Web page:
The Hong Kong Stock Exchange (HKEX) announced its enhanced environmental, social and governance (ESG) reporting requirements in December 2019. With effect from financial years commencing on or after 1 July 2020, Hong Kong-listed companies will need to disclose additional information in their ESG reports, with a shortened reporting deadline of five months from the end of their financial years.
Company boards are now expected to play a more substantial role in governing ESG issues, and companies are being asked to be more transparent regarding how their material ESG issues are identified, evaluated and managed, as well as how the boards oversee and review these issues. This implies companies should establish formal ESG governance structures and mechanisms, incorporate ESG elements into their existing risk management and operational frameworks, and develop appropriate controls and monitoring systems to enable their boards to discharge their duties properly.
Although this can require substantial efforts, it is a good chance for boards to revisit what ESG means to their businesses, as well as understand not just the key risks, but also the opportunities to drive value, from this compliance exercise. It also promotes accountability and ensures an appropriate tone at the top on ESG, which will ultimately help improve related performance.
HKEX also requires companies to disclose how they adopt the reporting principles set out in the HKEX ESG reporting guide (i.e. materiality, quantitative and consistency), and explain the reporting boundaries (i.e. entities or operations covered in their ESG reports). Given companies have different ESG reporting practices, which affect the comparability of ESG information, such disclosures will help stakeholders determine whether a specific ESG report is comprehensive enough to cover the material issues and businesses of the company, and whether the data presented is calculated and reported in accordance with generally accepted standards, therebyfacilitating more effective assessment of ESG across different companies.
Under this new ESG regime, there are also additional required disclosures on specific environmental and social issues.
The first covers reduction targets for emissions, waste, energy and water. Currently, listed companies are only required to describe their environmental initiatives and results in these four areas. Establishing and disclosing specific targets can motivate companies to refine their environmental management strategies and practices, and make further progress over time.
However, companies might need to consider whether the targets they plan to commit to are feasible, and realign these with their business plans and stakeholders’ expectations to avoid being too aggressive or too conservative. With this in mind, HKEX allows some flexibility for companies to express their targets as directional statements or quantitative descriptions.
Secondly, companies will need to formulate policies to identify and mitigate climate risks, as well as disclose major climate-related issues in their businesses and their plans to manage them. Unlike general environmental protection efforts, which focus on minimizing the negative impact on the environment from companies’ activities, this new concept of climate change reporting emphasizes mitigating the risks caused by extreme weather events, which can disrupt companies’ operations and damage their assets.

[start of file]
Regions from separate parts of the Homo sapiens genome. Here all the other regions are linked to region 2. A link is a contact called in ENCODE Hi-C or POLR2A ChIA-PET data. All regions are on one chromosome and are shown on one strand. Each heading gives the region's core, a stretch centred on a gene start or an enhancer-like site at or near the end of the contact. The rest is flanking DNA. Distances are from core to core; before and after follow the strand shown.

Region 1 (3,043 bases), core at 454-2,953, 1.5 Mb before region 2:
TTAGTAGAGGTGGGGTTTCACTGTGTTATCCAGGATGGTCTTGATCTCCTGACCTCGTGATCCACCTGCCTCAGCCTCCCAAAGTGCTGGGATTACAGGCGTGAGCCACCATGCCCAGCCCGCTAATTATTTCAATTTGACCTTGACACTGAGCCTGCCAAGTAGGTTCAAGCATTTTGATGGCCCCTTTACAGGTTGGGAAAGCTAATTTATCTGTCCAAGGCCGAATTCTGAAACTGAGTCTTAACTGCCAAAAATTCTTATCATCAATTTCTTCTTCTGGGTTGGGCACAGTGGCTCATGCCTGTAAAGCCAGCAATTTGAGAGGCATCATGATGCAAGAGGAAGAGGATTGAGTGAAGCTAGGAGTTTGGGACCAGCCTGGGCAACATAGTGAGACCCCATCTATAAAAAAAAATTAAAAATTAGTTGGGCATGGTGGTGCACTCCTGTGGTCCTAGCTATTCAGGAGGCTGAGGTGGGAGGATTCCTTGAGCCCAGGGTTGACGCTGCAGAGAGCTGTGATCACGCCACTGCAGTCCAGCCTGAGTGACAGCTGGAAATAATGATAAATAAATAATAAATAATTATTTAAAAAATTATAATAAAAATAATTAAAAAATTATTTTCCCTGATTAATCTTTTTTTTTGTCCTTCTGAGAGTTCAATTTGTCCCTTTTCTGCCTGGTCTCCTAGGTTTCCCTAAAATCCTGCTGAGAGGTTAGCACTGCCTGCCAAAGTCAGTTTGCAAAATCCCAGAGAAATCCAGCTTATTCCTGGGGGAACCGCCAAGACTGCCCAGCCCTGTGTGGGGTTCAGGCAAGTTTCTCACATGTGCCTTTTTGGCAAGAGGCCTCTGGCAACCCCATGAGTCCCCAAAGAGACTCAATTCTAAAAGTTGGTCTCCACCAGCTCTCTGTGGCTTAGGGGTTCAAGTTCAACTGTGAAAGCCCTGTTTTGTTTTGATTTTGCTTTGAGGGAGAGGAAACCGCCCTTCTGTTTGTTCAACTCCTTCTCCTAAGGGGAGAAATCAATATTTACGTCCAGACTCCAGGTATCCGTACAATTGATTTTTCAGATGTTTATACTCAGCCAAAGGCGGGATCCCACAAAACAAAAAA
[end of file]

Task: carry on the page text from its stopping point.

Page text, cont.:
According to the most recent Global Risks Perception Survey by the World Economic Forum, five of the top 10 long-term risks, in terms of likelihood and impact, are climate related. It is time for companies to recognize the effect of climate change in a business context, and prepare themselves for the unfavourable climate conditions that are expected to appear more frequently, and with greater magnitude.
Besides these new environmental reporting requirements, HKEX has also upgraded the disclosure obligations of all social related key performance indicators (KPIs) from “recommended practice” to “comply or explain.” This means companies can no longer exclude data on employee turnover rate, lost days due to work injuries, work fatalities and product recalls from their ESG report. These are considered important indicators not only from a corporate responsibility perspective, but also as they pertain to operational and financial performance. Practices to identify ESG risks and promote environmentally friendly products and services have also been added as social KPIs, which can help drive companies to exercise greater influence over suppliers regarding responsible business practices.
Under HKEX’s strengthened requirements, listed companies should adopt a more strategic approach towards ESG reporting, rather than just treat it as an annual box ticking exercise, in order to create value for their businesses, as well as address stakeholders’ growing concerns about companies’ ESG performance. ESG should also be integrated further into corporate policies and business processes, to formalize efforts and get everyone working at a company involved in transforming it into a more sustainable business, backed by appropriate training and resources. Enhanced ESG reporting will soon give stakeholders a more comprehensive and detailed understanding of companies’ ESG performance to facilitate their decision making.